So good operating margin. And if we look at our guidance based on how we ended the first half of the year at 810,000 ounces. It's still roughly that sort of 45%, 46% first half roughly 54%, 55% second half production. So that sets us up for moving away from sort of an average over the last few years on a quarterly basis of 400,000 ounces to a number that's closer to 500,000 ounces that's what's going to drive cash flow and earnings.

Looking at the earnings and cash flow, as we said, we expect a stronger performance in the second half. In the quarter, we had better net income and earnings than the prior year. And that was largely due to lower amortization lower taxes higher gold prices partially offset by lower gold sales, when you exclude the pre-commercial ounces coming out of Nunavut.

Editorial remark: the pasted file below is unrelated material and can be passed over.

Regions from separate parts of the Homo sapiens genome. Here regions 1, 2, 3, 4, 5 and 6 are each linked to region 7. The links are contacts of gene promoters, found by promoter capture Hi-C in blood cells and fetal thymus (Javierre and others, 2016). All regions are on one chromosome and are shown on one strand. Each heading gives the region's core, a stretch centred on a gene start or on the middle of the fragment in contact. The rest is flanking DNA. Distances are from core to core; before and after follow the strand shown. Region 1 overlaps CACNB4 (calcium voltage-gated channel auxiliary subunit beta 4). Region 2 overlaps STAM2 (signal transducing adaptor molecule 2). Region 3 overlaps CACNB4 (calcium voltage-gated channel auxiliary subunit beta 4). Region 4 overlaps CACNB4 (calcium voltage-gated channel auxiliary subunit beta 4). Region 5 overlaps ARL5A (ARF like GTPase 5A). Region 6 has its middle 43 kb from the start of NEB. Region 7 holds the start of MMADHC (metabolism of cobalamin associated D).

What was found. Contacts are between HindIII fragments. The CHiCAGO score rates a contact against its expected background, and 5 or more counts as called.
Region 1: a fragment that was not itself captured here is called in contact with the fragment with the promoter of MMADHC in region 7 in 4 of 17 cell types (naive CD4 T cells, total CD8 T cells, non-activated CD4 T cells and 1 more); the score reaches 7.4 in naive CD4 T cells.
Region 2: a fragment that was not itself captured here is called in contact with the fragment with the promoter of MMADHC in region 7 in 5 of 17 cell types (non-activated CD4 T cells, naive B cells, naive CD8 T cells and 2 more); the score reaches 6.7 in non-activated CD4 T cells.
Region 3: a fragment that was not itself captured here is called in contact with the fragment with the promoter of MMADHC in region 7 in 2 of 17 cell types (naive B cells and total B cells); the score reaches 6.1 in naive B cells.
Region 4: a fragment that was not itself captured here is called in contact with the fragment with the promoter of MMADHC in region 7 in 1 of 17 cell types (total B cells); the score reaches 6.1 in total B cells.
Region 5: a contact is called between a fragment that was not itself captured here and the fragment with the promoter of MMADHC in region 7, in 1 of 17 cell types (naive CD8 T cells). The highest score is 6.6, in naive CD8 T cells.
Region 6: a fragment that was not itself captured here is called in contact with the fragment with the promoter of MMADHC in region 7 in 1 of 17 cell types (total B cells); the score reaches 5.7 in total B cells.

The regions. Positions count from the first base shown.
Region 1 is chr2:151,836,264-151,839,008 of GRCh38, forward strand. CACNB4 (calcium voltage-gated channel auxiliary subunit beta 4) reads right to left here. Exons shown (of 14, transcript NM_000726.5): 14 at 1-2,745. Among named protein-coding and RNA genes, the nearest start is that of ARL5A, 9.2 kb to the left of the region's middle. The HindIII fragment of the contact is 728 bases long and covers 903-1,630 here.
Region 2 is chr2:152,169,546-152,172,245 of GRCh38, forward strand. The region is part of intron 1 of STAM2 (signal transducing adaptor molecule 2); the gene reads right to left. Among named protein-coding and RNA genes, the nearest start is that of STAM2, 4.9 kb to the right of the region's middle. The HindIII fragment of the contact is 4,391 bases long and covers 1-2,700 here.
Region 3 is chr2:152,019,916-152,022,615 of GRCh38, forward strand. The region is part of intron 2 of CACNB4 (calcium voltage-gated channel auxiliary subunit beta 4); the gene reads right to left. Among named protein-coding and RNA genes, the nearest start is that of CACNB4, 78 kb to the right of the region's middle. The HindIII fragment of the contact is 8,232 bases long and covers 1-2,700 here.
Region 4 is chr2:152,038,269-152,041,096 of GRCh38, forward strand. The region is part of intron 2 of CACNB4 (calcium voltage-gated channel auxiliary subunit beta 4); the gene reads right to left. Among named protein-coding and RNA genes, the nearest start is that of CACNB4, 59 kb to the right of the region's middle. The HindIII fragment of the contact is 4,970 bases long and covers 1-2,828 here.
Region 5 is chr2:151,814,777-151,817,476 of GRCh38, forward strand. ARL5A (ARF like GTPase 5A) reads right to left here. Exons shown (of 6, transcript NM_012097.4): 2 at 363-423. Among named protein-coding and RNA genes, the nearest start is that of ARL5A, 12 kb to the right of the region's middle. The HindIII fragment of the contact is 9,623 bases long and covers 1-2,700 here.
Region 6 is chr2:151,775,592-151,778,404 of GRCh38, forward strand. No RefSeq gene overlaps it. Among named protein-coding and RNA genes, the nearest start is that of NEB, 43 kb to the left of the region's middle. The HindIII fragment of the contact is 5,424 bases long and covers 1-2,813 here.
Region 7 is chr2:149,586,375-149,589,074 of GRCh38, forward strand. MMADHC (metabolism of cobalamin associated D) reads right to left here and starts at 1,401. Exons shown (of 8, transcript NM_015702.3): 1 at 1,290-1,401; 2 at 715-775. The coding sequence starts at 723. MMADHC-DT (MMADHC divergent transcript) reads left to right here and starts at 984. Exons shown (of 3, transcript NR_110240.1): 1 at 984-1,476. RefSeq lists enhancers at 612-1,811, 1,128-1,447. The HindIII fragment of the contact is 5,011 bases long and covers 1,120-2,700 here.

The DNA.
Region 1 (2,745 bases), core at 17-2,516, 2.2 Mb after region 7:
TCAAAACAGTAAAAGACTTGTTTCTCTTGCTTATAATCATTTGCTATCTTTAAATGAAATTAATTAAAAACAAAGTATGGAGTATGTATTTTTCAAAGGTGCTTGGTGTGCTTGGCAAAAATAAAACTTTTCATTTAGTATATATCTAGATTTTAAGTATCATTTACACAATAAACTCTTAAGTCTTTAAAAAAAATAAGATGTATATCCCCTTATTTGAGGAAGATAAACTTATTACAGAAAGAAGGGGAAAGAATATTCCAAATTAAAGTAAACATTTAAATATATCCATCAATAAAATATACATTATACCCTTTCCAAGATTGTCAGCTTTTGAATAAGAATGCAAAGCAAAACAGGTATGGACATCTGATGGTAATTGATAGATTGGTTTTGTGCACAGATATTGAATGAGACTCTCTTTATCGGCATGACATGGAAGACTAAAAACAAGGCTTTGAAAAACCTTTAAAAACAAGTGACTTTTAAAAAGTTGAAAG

From a financial position standpoint, we closed the quarter with a fully undrawn credit facility. So still good liquidity entering a period where we expect to generate free cash flow. In fact, as we said our capex will decline in the second half versus the first half. So the focus as we move forward and as we generate free cash flow will be to reduce the debt, increase the dividend while we continue to invest in our project pipeline. And in the quarter our investment-grade credit rating was reaffirmed with a positive trend. So another good sign.